On average, the surveyed VSB farmers used around 50% of their land for legume cultivation. The results show the area cultivated with improved seeds increased from 154 acres in 2015-16 to 460 acres in 2017-18. If the findings were applied to the 1,343 farmers who received seed from the DoA, the area under improved cultivars would amount to 3,400 acres in 2017-18.
Key highlights of the study include:
The study also suggested the need for improvement in seed storage facilities, improving coverage and development of a marketing program for VSB produced seed. Increased investments and improvements may lead to better yields and income for legume farmers in Myanmar.
Over the past few decades, gender initiatives across CGIAR have created broad awareness among scientists about the need to consider the impact of new agricultural technologies on both men and women. However, even with this heightened awareness, breeding programs typically ask questions about the gender impact of a new plant variety or animal breed only in the final stages of evaluation or release.
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Women’s trait preferences often differ from men’s, and consequently, varieties may not be adopted because women’s interests were not considered, or varieties that are adopted can even have a negative impact on women’s well-being – such as by exacerbating their daily workload or leading to less control over marketing decisions.
In this context the CGIAR Gender and Breeding Initiative (GBI) envisions the development of a comprehensive toolbox aimed at the analysis and incorporation of gender perspectives from the very beginning of a breeding program, right through to implementation and impact assessment. The toolbox will be used to assure the gender relevance of tools in the CGIAR Excellence in Breeding Platform (EiB) but will also provide support to national agricultural research institutes and other breeding programs.
Towards this, the Initiative held a workshop from November 12-13 at Cornell University to create a space for gender specialists, breeders and others to review two prototype tools and jointly work toward their refinement for the next step of field testing. The two complimentary tools are the G+ Customer Profile Tool and the G+ Product Profile Development Tool.
“A G+ Customer Profile identifies and disaggregates by gender the users for a specific product of the breeding program,” says agricultural economist, Alastair Orr, who presented an overview of the tool.
“So just as a product profile defines the new breeding product, the G+ Customer Profile gives the breeding program a clear picture of who will potentially be using the new variety – paying special attention to gender issues. It outlines the number of users, their geographic location, socio-economic characteristics, varietal preferences, and the reasons for these preferences,” he explains.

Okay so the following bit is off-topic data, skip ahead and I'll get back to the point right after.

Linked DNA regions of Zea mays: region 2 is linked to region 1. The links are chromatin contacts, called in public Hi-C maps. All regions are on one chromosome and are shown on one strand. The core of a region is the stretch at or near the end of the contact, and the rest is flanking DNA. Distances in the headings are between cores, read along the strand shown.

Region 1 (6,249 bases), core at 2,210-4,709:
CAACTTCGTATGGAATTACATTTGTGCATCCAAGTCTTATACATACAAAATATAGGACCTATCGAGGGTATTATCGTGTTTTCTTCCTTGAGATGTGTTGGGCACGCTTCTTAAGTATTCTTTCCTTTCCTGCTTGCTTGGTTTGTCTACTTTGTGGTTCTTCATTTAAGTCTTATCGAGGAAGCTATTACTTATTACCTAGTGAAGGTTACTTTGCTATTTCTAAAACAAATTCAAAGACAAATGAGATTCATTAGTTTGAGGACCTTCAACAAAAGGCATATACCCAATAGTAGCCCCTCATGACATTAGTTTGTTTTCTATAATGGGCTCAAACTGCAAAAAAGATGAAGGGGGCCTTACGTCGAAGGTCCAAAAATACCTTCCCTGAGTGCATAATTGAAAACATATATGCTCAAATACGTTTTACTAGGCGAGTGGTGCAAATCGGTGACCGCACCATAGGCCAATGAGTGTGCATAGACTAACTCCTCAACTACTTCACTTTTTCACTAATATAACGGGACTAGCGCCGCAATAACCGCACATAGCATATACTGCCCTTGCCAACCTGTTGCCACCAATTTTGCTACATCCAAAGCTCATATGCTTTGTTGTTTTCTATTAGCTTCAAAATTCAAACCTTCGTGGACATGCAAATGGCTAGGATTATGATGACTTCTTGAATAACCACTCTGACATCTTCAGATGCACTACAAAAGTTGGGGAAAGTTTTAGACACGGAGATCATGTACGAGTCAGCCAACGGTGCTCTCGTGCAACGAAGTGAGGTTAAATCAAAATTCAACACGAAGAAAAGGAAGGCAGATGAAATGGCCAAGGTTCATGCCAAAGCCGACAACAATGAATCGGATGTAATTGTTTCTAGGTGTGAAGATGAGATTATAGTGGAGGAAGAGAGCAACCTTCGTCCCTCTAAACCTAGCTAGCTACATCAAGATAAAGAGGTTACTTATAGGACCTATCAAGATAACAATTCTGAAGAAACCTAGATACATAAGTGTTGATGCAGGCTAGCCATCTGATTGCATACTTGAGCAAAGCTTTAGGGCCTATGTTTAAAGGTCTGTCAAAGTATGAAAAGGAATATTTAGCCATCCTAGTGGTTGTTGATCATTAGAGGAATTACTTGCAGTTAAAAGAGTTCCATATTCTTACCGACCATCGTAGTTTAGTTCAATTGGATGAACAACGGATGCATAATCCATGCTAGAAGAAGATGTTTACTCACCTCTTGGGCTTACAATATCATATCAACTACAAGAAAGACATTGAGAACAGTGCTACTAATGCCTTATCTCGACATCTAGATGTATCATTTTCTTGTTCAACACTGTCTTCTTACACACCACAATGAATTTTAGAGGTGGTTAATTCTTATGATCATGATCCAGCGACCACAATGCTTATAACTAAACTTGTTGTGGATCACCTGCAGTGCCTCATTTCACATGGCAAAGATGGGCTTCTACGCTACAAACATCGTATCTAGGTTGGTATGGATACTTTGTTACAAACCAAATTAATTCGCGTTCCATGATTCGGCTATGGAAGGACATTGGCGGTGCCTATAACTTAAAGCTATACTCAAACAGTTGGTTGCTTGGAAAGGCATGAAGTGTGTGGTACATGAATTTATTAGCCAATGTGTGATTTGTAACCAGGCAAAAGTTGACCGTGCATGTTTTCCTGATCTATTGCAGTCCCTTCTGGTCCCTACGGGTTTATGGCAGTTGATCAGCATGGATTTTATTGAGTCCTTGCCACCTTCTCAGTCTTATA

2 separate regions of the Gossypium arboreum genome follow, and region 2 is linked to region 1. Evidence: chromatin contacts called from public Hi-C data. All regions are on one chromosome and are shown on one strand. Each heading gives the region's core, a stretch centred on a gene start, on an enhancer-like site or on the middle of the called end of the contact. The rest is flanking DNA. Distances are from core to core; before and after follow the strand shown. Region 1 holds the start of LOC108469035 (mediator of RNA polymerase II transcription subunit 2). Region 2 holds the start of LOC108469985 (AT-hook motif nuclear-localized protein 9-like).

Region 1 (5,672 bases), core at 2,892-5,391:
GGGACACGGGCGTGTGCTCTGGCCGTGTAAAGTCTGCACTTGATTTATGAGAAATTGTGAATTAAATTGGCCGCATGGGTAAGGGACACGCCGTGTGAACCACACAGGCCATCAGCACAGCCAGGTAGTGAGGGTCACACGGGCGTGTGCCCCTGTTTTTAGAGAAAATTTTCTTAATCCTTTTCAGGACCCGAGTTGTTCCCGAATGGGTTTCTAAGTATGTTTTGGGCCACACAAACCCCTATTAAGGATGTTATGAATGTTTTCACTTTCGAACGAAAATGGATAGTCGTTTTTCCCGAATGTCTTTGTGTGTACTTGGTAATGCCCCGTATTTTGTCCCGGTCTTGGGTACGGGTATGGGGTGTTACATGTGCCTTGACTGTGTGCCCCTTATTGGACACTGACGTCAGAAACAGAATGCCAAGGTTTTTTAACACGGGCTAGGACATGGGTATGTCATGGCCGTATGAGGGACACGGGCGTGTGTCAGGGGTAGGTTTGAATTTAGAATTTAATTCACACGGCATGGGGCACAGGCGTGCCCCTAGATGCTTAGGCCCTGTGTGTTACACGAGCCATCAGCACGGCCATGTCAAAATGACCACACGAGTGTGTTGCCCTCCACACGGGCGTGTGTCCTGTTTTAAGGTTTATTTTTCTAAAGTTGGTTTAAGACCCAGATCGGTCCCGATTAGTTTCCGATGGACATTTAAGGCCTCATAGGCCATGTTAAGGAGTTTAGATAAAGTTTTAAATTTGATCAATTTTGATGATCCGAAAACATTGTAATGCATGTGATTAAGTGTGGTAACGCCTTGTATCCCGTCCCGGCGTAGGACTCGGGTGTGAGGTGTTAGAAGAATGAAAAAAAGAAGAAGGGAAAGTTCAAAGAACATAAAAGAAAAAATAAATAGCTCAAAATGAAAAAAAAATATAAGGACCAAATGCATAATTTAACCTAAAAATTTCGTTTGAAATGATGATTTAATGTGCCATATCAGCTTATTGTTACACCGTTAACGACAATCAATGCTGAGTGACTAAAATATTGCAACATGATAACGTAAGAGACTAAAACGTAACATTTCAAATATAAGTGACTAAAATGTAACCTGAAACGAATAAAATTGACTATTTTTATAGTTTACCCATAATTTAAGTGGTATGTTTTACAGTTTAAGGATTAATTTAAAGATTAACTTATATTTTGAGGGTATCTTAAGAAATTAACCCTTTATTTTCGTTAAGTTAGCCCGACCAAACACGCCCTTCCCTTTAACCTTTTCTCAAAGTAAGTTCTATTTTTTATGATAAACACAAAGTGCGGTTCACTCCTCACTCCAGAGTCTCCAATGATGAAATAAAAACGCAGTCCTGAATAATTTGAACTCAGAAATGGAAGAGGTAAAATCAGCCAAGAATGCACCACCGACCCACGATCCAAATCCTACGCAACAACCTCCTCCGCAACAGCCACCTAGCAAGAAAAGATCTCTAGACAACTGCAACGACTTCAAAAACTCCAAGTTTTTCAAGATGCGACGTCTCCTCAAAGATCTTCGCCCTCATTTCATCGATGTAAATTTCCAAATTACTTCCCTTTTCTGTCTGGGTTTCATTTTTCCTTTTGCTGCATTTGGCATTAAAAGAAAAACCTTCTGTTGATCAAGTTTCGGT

Incorporating this gender dimension means that the traits that are important for women are both captured and reflected in the design of new products. Using the tool will help ensure that breeding programs explicitly address the needs and preferences of different segments of a target population.
In small working groups, participants prepared and discussed examples of G+ tool implementation, identifying what worked and what should be improved moving forward. In the customer profile session, groups developed case studies for virus resistant chickens in Tanzania, cassava for young women in Nigeria, potatoes in Kenya, and groundnut in India.
“We found that the tool is a great starting point to discuss in specific details who the ‘customer’ is, what their needs are and how many they are and how we are positioned to serve them. Having this conversation helps us to interrogate our intentions and plans more sharply,” says Esther Njuguna-Mungai, gender specialist at the International Crops Research Institute for the Semi-Aris Tropics.
‘’A key constraint that came up during our discussions is the realization that programs don’t always have enough information or data, that is available in the form and rigor required, to be a basis for decision making about the customers, at the time when the decisions need to be made. An evidence table could collate information on all the market segments, and more specific criteria developed for selecting target segments,” adds Esther.
Another key point that arose during the group discussions was the need for a process involving structured conversations between breeders, gender specialists, marketing specialists and others to arrive at the final customer segmentation and prioritization for breeding.